Improv Tip: Our Invisible NameTags

Shawn Westfall
Category : Improvisation March 20, 2013

This month’s improv tip is written by Shawn Westfall, the Get Real Project’s improv guru.

There’s a popular short-form improv game called “Here Comes Mr. So-And-So,” and here’s how it’s played: you ask the audience to suggest a bunch of personality quirks or annoying character traits or habits, and then assign them to the improvisational actors. The quirkier, more annoying, more challenging, or more outrageous the better. Some of my favorites from past shows I’ve either been in or hosted include:

Mr. Guy-Who-Talks-Only-In-Sports-Metaphors

Ms. Gal-Who-Speaks-in-Rhyme

Mr. Guy-Who-Can’t-Get-Over-His-Ex

Ms. Gal-Who-Talks-To-Everyone-As-If-They’re-Children

Mr. Guy-Who-Plays-Air-Guitar-All-The-Time

Ms. Gal-Who’s-Weirdly-Obsessed-with-George-Clooney

Once their quirks have been established, the actors begin a scene, seeing the world and every action in the scene through the unique perspective they’ve been assigned. Two actors might start the scene, but they’ll soon begin cueing other actors on stage: “Oh, look, if it isn’t Ms. Gal-Who-Always-Thinks-She’s-In-A-Beauty-Pageant.” Soon all the actors are in the scene, each processing his or her experience through their respective character’s lens. It’s a fun game to play, and practically every audience I’ve ever been in front of has enjoyed it immensely, primarily because it does something so many of us wish we could do in real life: spot the invisible nametags people often wear before we actually engage them.

A few years ago, I began working at an ad agency, an agency that shared offices with a high-profile polling and research firm. One day I was in the office break room with a colleague when an employee of that polling firm strolled in and walked over to the counter where stacks of paper coffee cups rested. In a manner that made it appear as if he were completely oblivious to his surroundings, completely unaware that anyone was watching, he aggressively grabbed one, went over to the filtered water dispenser, filled the cup up to the brim, and then voraciously gulped it down. He then crumpled the paper cup like he was proudly crumpling a beer can and threw it into a nearby trashcan like he was slam-dunking a basketball.

From the day forward, my colleague and I had a nickname for him: “water-slammer” (in that he “slammed” water like he was a frat boy draining a can of beer, then throwing the can down in “triumph”). But it wasn’t until a few weeks later that I started connecting water-slammer’s actions to the improv game I had played and taught so frequently. In essence, to my colleague and me, that polling-firm employee wore an invisible nametag, one that read “Guy-Who-Pounds-Water-Like-He’s-Pounding-Beer.”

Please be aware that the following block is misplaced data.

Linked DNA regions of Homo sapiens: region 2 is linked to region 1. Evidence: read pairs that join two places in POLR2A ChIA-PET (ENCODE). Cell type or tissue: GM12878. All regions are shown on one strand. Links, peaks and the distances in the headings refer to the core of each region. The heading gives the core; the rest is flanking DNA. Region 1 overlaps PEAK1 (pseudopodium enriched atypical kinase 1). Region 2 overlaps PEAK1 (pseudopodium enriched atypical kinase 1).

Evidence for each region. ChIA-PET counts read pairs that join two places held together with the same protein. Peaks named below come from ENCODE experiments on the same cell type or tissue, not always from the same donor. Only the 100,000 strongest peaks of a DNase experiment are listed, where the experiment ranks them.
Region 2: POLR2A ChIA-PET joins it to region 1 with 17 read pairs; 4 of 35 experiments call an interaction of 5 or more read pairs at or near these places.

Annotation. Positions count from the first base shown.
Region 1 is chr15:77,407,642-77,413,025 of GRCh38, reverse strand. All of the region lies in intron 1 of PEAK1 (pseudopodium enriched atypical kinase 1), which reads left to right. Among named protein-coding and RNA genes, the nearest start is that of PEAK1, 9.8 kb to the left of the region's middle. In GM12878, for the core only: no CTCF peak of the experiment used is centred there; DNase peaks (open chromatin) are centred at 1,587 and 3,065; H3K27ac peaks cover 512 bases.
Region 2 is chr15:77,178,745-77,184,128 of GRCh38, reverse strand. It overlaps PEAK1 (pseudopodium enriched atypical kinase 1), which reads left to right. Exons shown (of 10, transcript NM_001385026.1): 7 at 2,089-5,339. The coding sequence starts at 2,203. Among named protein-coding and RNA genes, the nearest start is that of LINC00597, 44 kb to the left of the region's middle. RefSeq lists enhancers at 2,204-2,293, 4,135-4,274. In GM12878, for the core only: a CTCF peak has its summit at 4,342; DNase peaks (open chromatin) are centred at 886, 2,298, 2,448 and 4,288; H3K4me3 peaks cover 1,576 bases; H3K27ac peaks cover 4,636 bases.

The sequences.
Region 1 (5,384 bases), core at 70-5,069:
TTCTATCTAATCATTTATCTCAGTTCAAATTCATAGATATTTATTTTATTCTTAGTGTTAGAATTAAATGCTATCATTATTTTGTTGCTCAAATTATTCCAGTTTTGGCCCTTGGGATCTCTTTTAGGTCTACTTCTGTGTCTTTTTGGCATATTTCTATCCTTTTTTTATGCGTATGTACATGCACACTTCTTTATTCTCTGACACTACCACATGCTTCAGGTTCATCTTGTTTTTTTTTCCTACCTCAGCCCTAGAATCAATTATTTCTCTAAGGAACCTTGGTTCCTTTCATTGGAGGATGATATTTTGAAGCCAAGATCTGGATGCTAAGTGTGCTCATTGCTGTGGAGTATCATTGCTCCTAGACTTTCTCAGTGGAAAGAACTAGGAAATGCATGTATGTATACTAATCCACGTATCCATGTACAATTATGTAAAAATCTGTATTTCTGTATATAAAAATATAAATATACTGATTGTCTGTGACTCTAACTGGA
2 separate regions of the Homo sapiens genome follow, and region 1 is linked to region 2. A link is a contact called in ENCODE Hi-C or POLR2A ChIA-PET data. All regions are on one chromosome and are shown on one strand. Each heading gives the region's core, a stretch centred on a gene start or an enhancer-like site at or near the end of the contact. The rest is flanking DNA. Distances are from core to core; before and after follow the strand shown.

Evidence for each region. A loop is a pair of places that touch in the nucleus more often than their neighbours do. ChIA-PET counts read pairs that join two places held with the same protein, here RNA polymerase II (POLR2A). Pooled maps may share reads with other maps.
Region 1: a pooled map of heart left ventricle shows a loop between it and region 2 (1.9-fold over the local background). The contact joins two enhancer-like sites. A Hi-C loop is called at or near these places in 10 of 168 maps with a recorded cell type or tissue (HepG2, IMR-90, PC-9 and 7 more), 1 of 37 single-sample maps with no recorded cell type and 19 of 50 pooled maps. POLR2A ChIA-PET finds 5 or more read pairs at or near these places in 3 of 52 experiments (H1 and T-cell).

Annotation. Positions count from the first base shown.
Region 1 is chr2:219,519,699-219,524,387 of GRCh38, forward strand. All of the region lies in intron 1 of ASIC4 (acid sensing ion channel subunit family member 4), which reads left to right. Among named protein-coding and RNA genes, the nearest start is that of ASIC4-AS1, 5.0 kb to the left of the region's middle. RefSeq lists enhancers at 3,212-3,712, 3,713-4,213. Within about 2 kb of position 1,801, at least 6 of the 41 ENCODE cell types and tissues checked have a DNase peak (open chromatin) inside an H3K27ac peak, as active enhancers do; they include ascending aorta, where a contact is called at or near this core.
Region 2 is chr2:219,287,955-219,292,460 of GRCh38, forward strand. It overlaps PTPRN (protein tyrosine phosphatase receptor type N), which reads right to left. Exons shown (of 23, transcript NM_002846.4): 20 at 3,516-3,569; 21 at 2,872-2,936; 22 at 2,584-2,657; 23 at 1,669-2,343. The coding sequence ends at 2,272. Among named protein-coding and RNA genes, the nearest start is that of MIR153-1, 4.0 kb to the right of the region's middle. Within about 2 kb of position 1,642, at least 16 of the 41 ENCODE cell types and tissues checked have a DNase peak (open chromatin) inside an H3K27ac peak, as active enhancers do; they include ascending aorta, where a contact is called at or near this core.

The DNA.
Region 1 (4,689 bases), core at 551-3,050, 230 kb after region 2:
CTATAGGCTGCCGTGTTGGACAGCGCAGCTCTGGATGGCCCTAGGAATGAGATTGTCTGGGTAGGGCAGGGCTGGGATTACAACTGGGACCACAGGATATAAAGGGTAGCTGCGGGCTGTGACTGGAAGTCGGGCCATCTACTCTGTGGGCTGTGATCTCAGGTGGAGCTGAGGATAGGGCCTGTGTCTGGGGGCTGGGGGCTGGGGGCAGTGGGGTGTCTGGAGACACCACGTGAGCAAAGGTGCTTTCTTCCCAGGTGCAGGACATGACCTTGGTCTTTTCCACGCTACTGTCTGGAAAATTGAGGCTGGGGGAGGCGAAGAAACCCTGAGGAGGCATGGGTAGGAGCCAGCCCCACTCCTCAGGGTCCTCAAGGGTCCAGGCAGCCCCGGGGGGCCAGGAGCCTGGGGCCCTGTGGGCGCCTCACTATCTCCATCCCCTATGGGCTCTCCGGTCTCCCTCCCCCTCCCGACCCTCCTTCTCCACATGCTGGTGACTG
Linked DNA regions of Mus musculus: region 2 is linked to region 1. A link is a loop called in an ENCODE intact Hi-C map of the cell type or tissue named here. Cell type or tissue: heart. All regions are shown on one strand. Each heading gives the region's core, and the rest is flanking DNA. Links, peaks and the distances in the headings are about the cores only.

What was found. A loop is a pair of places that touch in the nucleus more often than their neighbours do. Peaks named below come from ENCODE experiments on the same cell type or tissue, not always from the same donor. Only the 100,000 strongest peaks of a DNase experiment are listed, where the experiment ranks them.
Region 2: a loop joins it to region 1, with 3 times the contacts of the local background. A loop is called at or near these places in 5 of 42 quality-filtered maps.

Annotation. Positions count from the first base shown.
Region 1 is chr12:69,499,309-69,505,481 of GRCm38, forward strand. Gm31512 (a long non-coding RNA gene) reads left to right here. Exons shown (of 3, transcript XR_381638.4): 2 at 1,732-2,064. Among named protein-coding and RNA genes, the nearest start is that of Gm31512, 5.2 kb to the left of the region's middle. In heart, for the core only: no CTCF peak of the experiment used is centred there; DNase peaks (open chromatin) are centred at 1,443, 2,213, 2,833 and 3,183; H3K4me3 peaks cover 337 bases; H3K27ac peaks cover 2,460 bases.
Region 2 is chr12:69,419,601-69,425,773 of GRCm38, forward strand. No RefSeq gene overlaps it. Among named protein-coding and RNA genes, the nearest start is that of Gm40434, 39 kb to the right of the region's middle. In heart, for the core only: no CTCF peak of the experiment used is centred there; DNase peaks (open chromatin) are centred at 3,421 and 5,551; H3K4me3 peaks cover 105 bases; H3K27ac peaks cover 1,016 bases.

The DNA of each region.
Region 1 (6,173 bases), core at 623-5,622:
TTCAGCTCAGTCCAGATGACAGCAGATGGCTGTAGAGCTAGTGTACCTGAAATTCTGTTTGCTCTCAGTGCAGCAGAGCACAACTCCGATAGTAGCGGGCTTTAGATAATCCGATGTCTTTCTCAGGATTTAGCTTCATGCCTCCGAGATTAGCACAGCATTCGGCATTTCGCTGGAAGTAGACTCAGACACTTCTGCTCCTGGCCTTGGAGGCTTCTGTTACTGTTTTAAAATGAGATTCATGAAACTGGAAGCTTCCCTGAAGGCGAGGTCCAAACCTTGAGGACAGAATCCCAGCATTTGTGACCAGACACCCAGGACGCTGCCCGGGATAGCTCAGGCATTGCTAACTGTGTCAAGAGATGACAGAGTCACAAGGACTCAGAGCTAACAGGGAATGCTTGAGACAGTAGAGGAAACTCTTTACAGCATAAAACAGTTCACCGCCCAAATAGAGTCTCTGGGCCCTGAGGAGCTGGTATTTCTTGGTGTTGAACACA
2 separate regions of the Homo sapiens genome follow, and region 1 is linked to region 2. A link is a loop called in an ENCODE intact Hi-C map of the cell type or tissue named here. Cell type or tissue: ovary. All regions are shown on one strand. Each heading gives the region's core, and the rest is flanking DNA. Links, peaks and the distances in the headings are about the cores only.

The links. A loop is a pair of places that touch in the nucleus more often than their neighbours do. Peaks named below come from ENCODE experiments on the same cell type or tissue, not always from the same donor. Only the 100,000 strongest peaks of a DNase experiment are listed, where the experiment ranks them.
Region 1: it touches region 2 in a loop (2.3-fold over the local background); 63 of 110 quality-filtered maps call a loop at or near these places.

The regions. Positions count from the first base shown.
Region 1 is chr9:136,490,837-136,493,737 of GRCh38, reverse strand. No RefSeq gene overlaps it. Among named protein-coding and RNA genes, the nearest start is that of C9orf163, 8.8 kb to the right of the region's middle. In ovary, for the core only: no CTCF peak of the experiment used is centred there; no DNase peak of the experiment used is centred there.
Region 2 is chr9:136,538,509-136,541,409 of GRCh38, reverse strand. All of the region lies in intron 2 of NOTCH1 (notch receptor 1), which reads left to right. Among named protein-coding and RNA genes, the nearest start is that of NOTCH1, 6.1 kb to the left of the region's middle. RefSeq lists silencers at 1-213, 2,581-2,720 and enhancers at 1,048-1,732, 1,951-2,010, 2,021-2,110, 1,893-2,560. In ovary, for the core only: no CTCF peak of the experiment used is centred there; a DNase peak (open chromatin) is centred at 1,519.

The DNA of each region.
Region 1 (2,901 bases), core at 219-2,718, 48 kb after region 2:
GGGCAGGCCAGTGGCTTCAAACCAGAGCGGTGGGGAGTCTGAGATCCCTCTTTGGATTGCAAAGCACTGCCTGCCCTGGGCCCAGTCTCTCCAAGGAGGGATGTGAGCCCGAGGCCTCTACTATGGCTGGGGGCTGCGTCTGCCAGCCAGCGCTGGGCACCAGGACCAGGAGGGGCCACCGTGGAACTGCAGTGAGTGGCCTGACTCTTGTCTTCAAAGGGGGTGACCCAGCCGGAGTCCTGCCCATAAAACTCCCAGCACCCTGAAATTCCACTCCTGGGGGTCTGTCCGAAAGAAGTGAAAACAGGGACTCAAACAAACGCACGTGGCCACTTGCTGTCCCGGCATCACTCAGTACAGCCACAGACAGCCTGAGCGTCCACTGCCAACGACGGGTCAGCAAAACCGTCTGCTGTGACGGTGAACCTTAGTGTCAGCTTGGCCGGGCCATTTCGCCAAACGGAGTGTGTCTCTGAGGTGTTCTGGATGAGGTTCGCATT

In life, our actions define us. And this is exponentially so in our professional lives, where “what we do” matters so much more, and more clearly and directly influences those around us. Take a close look at how you act, react, behave at work, what your ideas and attitudes are about the job, the culture, the clients, and your colleagues. In short, what invisible nametag are you wearing?

Are you…

Guy-Who-Always-Complains-About-The-Client(s)?

Gal-Who-Takes-Credit-For-Work-Her-Team-Did?

Guy-Who-Micromanages-Every-Project?

Gal-Who-Pads-Her-Timesheets?

Or are you…

Guy-With-The-Endless-Supply-Of-Great-Ideas?

Gal-Who-Cheers-On-Colleagues’-Successes?

Guy-Who’s-Office-Door-Is-Always-Open?

Gal-Who-Actually-Listens-To-Colleagues-and-Clients?

Think about the invisible nametags you might already be wearing, and about ones you’d like to wear. Chances are your colleagues and clients have already spotted the one you’re currently wearing, even if you haven’t.

Originally published by BossaNova Consulting Group, Inc.
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Shawn Westfall

Shawn Westfall

As The Get Real Project’s Improv Guru (a title that was bestowed upon me), I help bring the principles of improv comedy to life in a practical and inspiring way for our clients. I show people how being honest, truthful, vulnerable and authentic is not only necessary for successful improv comedy, but can understandably transform organizational cultures.
Shawn Westfall

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